Invasive Species Action Month has just ended, but British Columbians are being asked to be aware of the issue throughout the year, and work together to stop the environmental damage and economic losses caused by aquatic and terrestrial invasive species.
“It is crucial that British Columbians continue to stop invasive species from spreading in the water, in gardens and agriculture, through firewood, and by keeping unwanted pets out of the wild,” says Gail Wallin, executive director of the Invasive Species Council of BC. “Summer is just around the corner, and with people making plans to spend more time outdoors in nature, it’s the ideal time to take action.”
It is estimated that in B.C. alone, just six invasive plants caused an estimated combined damage of at least $65 million in 2008. With further spread, the impact will more than double to $139 million by 2020.
In the Thompson-Nicola Regional District (TNRD), plants such as common knapweed, hounds’ tongue, dalmatian toadflax, leafy spurge, and Canada thistle displace native vegetation and can cause considerable economic and environmental damage. They disrupt natural ecosystems, reduce biodiversity, increase soil erosion, and alter soil chemistry. They can also pose a health risk to humans.
Jamie Vieira, the TNRD’s manager of environmental services, says the Regional District spends $250,000 a year on a program to control noxious weeds. This includes making bio-control insects available to private landowners to help them control weeds.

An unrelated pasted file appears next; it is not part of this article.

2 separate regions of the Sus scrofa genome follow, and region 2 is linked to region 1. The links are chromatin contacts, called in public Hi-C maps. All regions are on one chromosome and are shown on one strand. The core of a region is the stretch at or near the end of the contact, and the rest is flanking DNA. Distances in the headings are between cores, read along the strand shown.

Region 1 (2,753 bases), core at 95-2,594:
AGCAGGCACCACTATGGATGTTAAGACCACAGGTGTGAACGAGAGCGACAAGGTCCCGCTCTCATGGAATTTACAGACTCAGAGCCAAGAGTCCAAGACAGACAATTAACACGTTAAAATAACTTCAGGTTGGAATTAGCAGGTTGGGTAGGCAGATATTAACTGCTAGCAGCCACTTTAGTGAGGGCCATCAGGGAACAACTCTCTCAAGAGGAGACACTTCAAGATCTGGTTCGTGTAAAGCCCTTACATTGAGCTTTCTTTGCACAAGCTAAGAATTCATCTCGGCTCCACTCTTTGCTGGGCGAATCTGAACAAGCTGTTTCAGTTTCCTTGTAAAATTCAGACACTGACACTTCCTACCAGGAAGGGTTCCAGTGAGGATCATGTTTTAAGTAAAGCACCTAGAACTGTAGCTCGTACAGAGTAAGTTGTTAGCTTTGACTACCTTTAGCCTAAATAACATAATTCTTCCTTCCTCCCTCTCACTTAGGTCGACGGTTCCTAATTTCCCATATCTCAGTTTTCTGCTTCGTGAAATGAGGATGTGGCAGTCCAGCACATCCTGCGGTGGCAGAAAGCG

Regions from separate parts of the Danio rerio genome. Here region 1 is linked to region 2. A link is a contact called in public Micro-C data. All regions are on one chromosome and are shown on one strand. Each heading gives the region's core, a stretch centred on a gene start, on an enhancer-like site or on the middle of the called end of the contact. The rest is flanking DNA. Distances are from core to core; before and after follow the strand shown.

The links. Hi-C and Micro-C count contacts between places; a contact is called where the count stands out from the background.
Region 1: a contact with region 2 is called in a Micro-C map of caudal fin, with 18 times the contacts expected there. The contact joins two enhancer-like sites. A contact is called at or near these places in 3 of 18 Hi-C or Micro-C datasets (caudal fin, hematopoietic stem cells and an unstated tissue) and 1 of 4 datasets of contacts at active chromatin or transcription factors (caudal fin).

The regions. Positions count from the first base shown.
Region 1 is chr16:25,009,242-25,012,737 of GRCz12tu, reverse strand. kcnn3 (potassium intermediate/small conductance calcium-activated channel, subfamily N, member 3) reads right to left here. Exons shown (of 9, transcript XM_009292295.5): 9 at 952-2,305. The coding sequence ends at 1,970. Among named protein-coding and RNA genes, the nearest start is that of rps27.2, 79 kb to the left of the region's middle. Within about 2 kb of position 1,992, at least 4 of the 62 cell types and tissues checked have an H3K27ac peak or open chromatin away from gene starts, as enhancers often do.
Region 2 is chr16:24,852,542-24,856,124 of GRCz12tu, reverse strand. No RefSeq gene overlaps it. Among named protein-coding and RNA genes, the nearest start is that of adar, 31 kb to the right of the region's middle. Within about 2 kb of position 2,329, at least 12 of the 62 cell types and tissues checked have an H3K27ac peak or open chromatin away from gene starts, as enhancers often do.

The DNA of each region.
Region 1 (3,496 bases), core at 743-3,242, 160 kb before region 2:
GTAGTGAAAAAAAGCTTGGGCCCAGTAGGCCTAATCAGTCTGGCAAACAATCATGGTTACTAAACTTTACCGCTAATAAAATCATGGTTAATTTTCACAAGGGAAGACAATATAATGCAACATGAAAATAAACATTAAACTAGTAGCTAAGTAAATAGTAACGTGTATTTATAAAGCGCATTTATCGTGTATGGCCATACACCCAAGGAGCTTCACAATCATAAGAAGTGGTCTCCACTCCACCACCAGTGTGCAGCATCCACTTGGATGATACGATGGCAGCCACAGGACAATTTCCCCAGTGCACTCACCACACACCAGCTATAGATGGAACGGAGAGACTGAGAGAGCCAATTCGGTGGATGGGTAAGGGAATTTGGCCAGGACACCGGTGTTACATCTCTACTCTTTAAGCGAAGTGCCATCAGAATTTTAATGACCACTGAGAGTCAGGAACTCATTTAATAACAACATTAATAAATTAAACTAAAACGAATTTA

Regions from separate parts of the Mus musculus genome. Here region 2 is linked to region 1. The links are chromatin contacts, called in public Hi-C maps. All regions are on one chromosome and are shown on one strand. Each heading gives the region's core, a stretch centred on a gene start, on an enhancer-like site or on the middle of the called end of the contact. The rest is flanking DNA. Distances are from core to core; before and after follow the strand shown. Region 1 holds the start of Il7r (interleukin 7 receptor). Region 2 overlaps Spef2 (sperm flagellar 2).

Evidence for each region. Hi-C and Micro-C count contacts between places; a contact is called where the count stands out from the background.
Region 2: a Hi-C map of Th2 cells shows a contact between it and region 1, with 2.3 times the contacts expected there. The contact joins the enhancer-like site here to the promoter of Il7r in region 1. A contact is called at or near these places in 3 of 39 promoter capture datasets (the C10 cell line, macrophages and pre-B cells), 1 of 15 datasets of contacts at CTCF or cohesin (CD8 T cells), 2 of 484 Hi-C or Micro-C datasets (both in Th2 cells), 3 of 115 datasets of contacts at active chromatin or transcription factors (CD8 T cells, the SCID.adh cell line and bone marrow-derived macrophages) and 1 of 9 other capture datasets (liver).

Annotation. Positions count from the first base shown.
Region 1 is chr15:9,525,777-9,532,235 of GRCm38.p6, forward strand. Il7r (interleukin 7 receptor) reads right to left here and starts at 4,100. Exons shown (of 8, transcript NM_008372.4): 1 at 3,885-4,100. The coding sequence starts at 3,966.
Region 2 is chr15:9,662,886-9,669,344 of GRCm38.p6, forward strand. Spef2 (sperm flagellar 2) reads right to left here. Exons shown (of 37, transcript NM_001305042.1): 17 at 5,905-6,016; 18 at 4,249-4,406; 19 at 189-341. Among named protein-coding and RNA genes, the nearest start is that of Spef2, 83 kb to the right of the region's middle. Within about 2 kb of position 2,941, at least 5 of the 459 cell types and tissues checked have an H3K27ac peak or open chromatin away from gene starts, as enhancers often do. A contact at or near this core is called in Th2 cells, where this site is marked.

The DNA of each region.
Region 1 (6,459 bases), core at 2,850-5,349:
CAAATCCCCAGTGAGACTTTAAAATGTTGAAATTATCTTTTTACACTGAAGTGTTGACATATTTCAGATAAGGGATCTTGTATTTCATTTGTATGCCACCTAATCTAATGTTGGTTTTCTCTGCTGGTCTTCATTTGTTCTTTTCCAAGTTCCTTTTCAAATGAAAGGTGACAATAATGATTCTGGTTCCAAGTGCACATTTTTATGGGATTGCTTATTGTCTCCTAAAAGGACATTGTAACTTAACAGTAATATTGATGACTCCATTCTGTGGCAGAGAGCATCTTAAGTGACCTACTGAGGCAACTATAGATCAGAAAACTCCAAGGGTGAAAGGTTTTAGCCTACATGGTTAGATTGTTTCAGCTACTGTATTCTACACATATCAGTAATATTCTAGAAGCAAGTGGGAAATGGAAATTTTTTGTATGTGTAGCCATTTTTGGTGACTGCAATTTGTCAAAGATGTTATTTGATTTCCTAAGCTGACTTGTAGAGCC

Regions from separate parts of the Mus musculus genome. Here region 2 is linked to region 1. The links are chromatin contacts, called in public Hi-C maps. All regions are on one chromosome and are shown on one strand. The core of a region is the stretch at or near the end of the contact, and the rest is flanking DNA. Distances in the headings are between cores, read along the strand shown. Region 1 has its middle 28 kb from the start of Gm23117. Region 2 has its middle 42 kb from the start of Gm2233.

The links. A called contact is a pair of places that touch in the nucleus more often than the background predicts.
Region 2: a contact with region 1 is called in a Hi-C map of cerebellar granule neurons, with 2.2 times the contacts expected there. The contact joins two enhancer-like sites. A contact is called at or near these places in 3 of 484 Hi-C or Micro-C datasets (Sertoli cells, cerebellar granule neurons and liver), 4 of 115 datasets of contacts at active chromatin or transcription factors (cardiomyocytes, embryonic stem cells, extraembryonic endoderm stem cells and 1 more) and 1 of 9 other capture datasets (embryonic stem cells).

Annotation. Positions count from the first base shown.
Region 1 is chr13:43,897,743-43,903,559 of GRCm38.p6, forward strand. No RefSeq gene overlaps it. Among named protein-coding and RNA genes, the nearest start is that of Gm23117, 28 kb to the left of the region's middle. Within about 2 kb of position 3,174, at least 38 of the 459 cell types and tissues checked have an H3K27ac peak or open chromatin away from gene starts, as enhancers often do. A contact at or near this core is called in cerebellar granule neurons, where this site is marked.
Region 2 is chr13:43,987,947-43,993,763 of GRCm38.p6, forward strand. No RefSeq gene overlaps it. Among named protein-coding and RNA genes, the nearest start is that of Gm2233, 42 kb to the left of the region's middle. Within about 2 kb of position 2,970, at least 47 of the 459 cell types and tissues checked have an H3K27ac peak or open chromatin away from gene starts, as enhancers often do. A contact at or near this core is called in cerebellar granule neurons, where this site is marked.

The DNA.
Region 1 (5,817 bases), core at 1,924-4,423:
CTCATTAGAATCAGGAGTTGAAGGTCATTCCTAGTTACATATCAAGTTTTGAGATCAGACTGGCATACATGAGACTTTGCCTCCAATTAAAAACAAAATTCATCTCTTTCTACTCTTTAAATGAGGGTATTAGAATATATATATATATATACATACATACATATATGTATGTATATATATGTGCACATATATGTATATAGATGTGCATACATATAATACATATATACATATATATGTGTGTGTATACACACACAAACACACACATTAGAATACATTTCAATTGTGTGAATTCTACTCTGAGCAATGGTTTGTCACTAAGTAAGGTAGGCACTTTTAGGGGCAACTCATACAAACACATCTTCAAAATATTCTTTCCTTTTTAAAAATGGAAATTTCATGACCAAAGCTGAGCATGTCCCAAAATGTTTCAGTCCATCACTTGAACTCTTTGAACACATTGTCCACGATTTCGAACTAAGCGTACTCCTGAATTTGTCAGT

“It’s a way to treat the problem without herbicides,” says Vieira. “The insects are from the same area of the world that the invasive plants are originally from. We go out and collect them, then re-distribute them.” The fact that the insects are “host specific” means they will not attack native species, or even other weedy species.
The insects target different parts of an invasive plant in order to destroy it: mining the roots and stems, eating the seeds, or defoliating the leaves. Ideal release sites are large infestations of a single species on uncrossed range land. “We’re trying to hit the plants from all angles,” says Vieira.
The program also helps raise public awareness of invasive plant concerns in the region, and surveys invasive plant populations. A recent grant of $20,000 from the provincial government will assist with these efforts.
“Our communities and economy rely heavily on ranching and agriculture,” says Fraser-Nicola MLA Jackie Tegart, “so it’s important that these invasive species are not allowed to become established.”
Vieira says that most of the invasive species found in the TNRD were introduced to the region over the past 50 to 100 years. “Someone thought they were pretty in their native country, and brought them over here.”
All rural landowners, particularly farmers and ranchers, can apply to take part in the TNRD’s bio-control program. Anyone who would like to find out more can visit the website at www.tnrd.ca, or call (250) 377-8673. However, everyone should be aware of, and on the lookout for, invasive plants as they travel throughout the TNRD.
“We encourage people to learn how to get involved in preventing invasive species from taking hold,” says Wallin, “and how to keep them from damaging British Columbia’s environment, economy, and our society.”